Candace Cameron Bure has offered her fans and supporters a heaping dose of gratitude for helping her reach yet another career milestone in 2022. The “Full House” and “Fuller House” alum left The Hallmark Channel for Great American Family last year, and the move helped make the upstart network the fastest-growing in all of cable.

Bure, who is the network’s chief creative officer, posted a press release on her Instagram Stories page recently from parent company Great American Media that said the channel rounded out the fourth quarter of 2022 as the “fastest growing network in all of cable television.”

“Thank you for finding us and watching Great American Family Channel,” Bure wrote over an image of the press release, according to a Christian Post report.

“Great news for Great American Media’s #GreatAmericanFamily to end 2022 & an even better way to start 2023. Happy New Year to everyone who helped make this happen, from people on-camera & off, but especially our viewers!” the network added in a tweet touting the achievement.

Great news for Great American Media’s #GreatAmericanFamily to end 2022 & an even better way to start 2023. Happy New Year to everyone who helped make this happen, from people on-camera & off, but especially our viewers! 🎉#GreatAmericanChristmas #WelcomeHome #GreatAmericanWinter

— Great American Family (@GAfamilyTV) January 3, 2023

The Christian Post noted further:
GAF noted that in just the second year of the channel’s existence, it ranked “No. 1 in total day ratings growth in households (+113%),” ages 18-49 (+100%) and total viewership (+116%), as gathered by Nielsen. The family network also came in No. 1 in “Primetime ratings growth in households (+128%) among all cable networks.” Bure’s executive role at GAC Media began in April 2022, and since then the outspoken Christian has been working on producing and starring in faith and family-friendly content.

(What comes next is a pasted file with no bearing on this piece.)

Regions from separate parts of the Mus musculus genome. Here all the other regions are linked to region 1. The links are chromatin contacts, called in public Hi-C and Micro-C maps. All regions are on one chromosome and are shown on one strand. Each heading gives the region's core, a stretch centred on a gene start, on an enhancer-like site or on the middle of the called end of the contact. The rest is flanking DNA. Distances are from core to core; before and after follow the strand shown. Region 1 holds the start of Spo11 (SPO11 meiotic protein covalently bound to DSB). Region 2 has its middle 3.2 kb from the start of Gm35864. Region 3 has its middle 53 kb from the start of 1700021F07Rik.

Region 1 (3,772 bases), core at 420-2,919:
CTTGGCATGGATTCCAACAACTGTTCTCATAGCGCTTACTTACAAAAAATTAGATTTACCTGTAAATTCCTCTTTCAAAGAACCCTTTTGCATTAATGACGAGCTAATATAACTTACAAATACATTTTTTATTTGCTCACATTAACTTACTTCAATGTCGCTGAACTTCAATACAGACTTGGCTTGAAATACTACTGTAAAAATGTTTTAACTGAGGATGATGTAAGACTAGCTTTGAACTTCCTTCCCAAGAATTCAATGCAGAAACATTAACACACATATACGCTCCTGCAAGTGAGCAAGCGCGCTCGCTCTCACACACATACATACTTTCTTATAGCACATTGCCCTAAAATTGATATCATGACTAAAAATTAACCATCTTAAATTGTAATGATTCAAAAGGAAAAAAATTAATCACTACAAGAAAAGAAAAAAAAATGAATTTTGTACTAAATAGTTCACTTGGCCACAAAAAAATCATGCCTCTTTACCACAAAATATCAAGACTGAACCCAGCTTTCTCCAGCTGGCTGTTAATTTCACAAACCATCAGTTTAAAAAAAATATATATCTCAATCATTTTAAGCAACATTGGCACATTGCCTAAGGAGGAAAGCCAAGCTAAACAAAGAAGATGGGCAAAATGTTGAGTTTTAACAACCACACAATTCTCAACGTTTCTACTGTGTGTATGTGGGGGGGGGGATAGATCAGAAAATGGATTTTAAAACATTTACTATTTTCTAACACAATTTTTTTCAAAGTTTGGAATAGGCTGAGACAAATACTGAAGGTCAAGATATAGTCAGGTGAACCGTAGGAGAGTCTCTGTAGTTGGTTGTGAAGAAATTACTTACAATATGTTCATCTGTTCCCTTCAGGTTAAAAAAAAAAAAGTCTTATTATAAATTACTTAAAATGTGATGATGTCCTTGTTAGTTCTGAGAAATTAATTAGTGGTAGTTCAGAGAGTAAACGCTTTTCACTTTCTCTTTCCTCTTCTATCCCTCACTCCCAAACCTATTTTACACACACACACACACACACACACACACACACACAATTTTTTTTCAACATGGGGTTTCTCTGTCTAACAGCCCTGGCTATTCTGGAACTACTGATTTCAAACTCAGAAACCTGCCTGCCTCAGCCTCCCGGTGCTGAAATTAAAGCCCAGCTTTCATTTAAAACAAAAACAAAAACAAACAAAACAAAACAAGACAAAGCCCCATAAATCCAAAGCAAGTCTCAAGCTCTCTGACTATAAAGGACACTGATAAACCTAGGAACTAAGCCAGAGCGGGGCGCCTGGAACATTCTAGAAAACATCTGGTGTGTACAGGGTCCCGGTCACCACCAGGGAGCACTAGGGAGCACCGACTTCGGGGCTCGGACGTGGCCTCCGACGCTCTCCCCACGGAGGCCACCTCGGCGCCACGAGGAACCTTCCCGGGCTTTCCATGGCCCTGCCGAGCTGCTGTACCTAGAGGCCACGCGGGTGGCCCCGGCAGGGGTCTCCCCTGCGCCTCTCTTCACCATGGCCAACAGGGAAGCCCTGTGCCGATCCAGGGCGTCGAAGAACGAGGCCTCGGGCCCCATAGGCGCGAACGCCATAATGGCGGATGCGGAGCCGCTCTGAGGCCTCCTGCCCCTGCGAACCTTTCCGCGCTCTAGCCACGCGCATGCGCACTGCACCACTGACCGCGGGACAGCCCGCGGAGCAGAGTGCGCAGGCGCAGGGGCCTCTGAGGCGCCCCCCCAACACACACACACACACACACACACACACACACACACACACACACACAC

Bure, 46, who’s been dubbed the “queen of Christmas movies,” also helped develop the channel’s “Great American Christmas” franchise.

“I am constantly looking for ways that I can inspire people to live life with purpose,” she said in a statement last year. “GAC fits my brand perfectly; we share a vision of creating compelling, wholesome content for an audience who wants to watch programming for and with the whole family.”
“My heart wants to tell stories that have more meaning and purpose and depth behind them,” Bure told The Wall Street Journal in a recent interview. “I knew that the people behind Great American Family were Christians that love the Lord and wanted to promote faith programming and good family entertainment.”

Deadline noted in November:

At Great American Family, Bure reunited with her former Hallmark boss Bill Abbott who has given her freedom in producing and creating content under the banner “Candace Cameron Bure Presents.” Bure explained that the reason she left Hallmark was because “it basically is a completely different network than when I started because of the change of leadership.”

In response, The Hallmark Channel said, “We want all viewers to see themselves in our programming and everyone is welcome.”

The channel announced last fall that it would be promoting its first holiday film with an LGBTQ theme called “The Holiday Sitter,” the type of project that Bure said GAC would not be undertaking anytime soon.

“I think that Great American Family will keep traditional marriage at the core,” she said.

Meanwhile, Pure Flix founders David A.R. White and Michael Scott, who founded the network in 2005 and which has since been acquired by Sony Pictures, said the holiday market is huge and ripe for traditional themes.

“I think families were looking for it,” Scott, who is the son of a pastor like White, told Fox News. “People not only here in the U.S. but around the world were looking for it. It was just a great place for us to be.”

He said they were inspired by “this hunger and this need to give people content that uplifted and inspired that human spirit that was something different than what Hollywood was giving to them.”

“I don’t even think Hollywood really realized how big of a marketplace is here, like it didn’t even exist,” White added.

“I think for the longest time this content wasn’t available to families,” White observed. “Just safe, uplifting, inspiring content that ultimately brings people to higher levels of insight to who God is and the purpose that he has for their lives.”

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